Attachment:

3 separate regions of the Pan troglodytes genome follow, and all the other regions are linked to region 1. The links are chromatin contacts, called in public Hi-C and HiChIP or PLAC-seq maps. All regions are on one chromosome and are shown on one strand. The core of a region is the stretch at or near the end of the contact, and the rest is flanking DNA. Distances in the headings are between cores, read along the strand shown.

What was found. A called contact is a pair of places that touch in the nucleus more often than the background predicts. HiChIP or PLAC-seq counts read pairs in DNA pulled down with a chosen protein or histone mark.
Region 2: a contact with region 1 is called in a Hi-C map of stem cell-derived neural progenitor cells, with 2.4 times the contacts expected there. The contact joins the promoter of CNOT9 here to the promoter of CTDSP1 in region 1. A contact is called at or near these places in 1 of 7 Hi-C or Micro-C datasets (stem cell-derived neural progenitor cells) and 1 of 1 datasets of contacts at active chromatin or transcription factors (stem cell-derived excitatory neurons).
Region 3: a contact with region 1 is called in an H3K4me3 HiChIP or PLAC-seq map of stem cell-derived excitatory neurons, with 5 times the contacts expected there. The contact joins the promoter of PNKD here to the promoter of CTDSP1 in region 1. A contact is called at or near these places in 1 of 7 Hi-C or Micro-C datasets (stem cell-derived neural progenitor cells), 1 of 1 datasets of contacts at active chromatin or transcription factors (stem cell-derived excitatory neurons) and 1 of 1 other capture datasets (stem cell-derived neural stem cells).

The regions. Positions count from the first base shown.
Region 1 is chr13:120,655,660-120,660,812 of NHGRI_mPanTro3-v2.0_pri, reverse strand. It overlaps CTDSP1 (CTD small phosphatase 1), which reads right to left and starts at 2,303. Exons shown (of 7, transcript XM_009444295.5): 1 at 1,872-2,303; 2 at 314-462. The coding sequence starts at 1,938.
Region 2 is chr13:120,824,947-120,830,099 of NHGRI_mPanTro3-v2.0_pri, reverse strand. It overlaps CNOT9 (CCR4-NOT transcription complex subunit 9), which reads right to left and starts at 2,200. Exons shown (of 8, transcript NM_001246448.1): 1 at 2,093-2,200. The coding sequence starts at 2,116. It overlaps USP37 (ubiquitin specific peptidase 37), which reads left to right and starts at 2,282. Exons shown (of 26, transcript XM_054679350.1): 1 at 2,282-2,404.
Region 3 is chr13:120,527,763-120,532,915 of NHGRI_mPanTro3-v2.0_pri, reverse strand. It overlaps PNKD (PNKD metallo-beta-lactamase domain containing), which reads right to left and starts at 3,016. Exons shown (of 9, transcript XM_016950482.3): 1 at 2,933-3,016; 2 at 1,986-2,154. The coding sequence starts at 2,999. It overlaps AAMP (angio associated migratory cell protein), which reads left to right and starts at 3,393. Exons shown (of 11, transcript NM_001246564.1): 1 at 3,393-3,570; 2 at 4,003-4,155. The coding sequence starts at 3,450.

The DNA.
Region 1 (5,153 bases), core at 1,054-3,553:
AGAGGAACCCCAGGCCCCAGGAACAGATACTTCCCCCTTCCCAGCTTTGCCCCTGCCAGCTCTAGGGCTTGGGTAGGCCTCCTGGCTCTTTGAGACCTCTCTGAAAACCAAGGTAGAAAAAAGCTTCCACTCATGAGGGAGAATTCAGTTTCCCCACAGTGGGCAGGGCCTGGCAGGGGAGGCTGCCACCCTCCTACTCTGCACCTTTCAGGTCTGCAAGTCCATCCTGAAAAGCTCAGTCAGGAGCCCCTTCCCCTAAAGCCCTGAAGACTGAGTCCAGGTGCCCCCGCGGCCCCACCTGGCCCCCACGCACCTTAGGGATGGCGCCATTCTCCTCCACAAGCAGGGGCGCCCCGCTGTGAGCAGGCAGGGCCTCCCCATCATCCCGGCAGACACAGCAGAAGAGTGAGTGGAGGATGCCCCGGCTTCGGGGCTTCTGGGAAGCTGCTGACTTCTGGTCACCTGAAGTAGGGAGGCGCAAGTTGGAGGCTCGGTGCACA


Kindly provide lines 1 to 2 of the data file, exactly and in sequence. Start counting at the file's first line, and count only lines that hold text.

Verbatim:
3 separate regions of the Pan troglodytes genome follow, and all the other regions are linked to region 1. The links are chromatin contacts, called in public Hi-C and HiChIP or PLAC-seq maps. All regions are on one chromosome and are shown on one strand. The core of a region is the stretch at or near the end of the contact, and the rest is flanking DNA. Distances in the headings are between cores, read along the strand shown.

What was found. A called contact is a pair of places that touch in the nucleus more often than the background predicts. HiChIP or PLAC-seq counts read pairs in DNA pulled down with a chosen protein or histone mark.